The higher education development budget for Punjab is Rs15bn this financial year, an increase of around 285% compared to the previous year. However, the focus of the development budget is to build new universities across many districts of Punjab. This is a bad move as the limited allocation should instead be used to improve existing universities which have very poor standards. Employers across many industries complain of the substandard quality of graduates who do not posses the skills required for jobs. This is a huge impediment to economic growth as not only does it hurt domestic businesses, it also fails to attract foreign investment, leading to greater youth unemployment.
Raza Matin, a director at PayPro, a FinTech start-up said that there is a “minuscule pool of quality tech talent in Pakistan” and Pakistani companies are being forced to outsource work to other countries like Estonia. Many employees and graduates have to teach themselves by taking online courses to improve their ability in the workplace as most universities in Pakistan don’t give them the right applicable skills for industry.
Economist Aadil Nakhoda has highlighted this problem saying that we have failed in creating the academia-industry-government linkages, unlike India which is steaming ahead with several world class universities producing highly skilled talent. Nadeem Haque director of PIDE has mentioned that there is a broken research culture and questioned if the government should bring in rules to penalize academics who don’t attempt at improving. Both public & private universities can be incentivized by grants linked to reforms that promote quality research and linkages with industry.
The reform agenda should include minimal HEC, federal and provincial interference and instead should promote democratic governance of universities so that incompetent senior heads of departments can be replaced with academics who have published excellent research. However, there are also drawbacks to this as academics become entrenched in politics as is the case with LUMS, with loud far-left extremists decaying the quality of teaching, promoting highly selective research, diminishing the critical thinking ability of students with bias and opposing industry linkages thus weakening skills of its graduates. To counter this, the media, society and industry have to discredit extreme academics and the universities who embrace them. Reforms should also include compulsory attendance of seminars and review of syllabus and teaching methods based on top global universities and also industry recommendations. If graduates can sit at home on their computer and study world class courses online, then it is unacceptable that lecturers don’t want to improve what they teach. A large part of the development budget should also go towards building state-of-the-art laboratories and technology research centres with the latest equipment for research and development purposes. Only a select few universities with the best STEM graduates, quality research and industry linkages should receive such large funding.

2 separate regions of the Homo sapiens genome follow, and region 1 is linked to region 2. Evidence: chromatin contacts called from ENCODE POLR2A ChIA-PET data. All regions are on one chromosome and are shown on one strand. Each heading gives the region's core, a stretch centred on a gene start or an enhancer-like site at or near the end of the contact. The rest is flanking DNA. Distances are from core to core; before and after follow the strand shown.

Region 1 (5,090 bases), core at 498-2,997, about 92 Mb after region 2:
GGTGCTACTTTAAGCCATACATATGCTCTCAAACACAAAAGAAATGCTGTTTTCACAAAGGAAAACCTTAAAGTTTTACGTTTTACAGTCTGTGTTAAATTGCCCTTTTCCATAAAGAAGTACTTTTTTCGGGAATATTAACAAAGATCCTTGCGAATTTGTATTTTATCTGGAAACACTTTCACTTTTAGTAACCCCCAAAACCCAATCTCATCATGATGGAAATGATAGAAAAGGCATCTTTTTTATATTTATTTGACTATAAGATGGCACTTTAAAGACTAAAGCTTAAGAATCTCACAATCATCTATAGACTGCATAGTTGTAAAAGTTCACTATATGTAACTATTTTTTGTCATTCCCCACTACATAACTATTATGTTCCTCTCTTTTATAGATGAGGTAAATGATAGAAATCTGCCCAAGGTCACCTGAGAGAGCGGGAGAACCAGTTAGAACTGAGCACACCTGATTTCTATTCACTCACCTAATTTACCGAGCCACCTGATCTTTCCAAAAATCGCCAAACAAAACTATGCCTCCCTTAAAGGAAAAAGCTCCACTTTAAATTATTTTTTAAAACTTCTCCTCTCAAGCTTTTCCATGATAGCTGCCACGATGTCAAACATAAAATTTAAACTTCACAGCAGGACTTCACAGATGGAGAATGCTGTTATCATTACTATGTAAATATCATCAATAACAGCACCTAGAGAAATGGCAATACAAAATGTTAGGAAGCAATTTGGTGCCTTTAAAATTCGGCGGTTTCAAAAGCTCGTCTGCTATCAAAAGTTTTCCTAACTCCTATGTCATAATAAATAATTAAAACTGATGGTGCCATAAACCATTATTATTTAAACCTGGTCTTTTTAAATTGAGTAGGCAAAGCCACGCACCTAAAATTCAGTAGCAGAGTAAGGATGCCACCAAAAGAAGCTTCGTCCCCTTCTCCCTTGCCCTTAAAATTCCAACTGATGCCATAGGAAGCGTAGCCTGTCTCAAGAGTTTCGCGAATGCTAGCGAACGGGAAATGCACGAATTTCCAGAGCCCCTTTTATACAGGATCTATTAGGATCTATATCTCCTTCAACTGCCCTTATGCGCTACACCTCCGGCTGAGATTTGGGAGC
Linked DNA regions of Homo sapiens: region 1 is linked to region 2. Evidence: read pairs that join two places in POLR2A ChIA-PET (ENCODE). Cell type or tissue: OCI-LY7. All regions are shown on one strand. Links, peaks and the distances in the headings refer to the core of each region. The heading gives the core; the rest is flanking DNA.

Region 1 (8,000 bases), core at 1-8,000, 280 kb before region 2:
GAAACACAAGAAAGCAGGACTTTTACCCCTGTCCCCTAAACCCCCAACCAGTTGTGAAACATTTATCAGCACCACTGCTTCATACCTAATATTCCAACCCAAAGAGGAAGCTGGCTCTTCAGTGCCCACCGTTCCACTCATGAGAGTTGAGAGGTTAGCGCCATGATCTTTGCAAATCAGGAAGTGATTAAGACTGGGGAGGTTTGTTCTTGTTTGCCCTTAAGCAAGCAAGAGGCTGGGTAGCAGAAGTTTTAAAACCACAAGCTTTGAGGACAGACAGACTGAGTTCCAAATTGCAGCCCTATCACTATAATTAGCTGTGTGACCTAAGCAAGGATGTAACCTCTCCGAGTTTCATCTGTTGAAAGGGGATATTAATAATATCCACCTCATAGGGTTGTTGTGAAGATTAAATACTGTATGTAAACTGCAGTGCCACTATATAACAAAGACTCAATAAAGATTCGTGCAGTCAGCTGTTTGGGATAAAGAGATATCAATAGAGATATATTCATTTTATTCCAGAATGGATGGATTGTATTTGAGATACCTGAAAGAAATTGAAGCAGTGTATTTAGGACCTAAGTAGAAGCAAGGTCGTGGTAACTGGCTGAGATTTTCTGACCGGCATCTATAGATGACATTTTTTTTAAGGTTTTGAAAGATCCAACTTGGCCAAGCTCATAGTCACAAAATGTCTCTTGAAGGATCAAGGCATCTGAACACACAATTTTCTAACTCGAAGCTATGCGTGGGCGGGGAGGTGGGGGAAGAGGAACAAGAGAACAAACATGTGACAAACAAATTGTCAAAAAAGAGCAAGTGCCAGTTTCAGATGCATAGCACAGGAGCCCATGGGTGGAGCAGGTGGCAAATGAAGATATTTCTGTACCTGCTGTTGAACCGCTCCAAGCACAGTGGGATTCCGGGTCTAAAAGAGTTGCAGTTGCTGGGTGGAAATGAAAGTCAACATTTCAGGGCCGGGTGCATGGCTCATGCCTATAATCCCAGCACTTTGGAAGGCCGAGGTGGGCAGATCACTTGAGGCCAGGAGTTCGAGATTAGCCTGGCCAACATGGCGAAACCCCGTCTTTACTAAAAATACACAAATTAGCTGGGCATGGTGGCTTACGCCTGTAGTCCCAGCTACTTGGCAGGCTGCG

Pakistan also lacks an independent university rankings publication which would help put pressure on poorly performing universities and stir competition to improve. The ranking can be based on a methodology which considers research quality, graduate career prospects, admission standards and student satisfaction of teaching. The HEC used to have a ranking but it was poorly designed and nobody took it seriously. The HEC is overly bureaucratic and promotes low quality research so should stay out of most matters following reforms and allow universities to be largely independent from federal and provincial governments. Maybe the HEC’s limited role should act as a watchdog and stop university exam cheating which is rampant.
There is little incentive to improve skills when the government’s economic plans focus primarily on three industries; construction, agriculture and low grade assembly/manufacturing. These industries create mostly low-skilled and labour intensive jobs, which university graduates won’t take. In 2011 PTI mocked Shahbaz Sharif’s Yellow Taxi Scheme aimed at providing jobs for the educated unemployed youth. A decade later not much has changed, with Shaukat Tarin’s narrowminded focus on rent-seeking consumption growth numbers, there will be little investment and productivity increases to create skilled jobs.
The federal government and provincial governments need to come onto the same page and reform higher education with quality over quantity. The political realities in Punjab require big projects for showing off, but PTI should remember that the youth which brought it to power want jobs. Building low quality universities won’t help create jobs, only add to the large unemployed youth with useless degrees.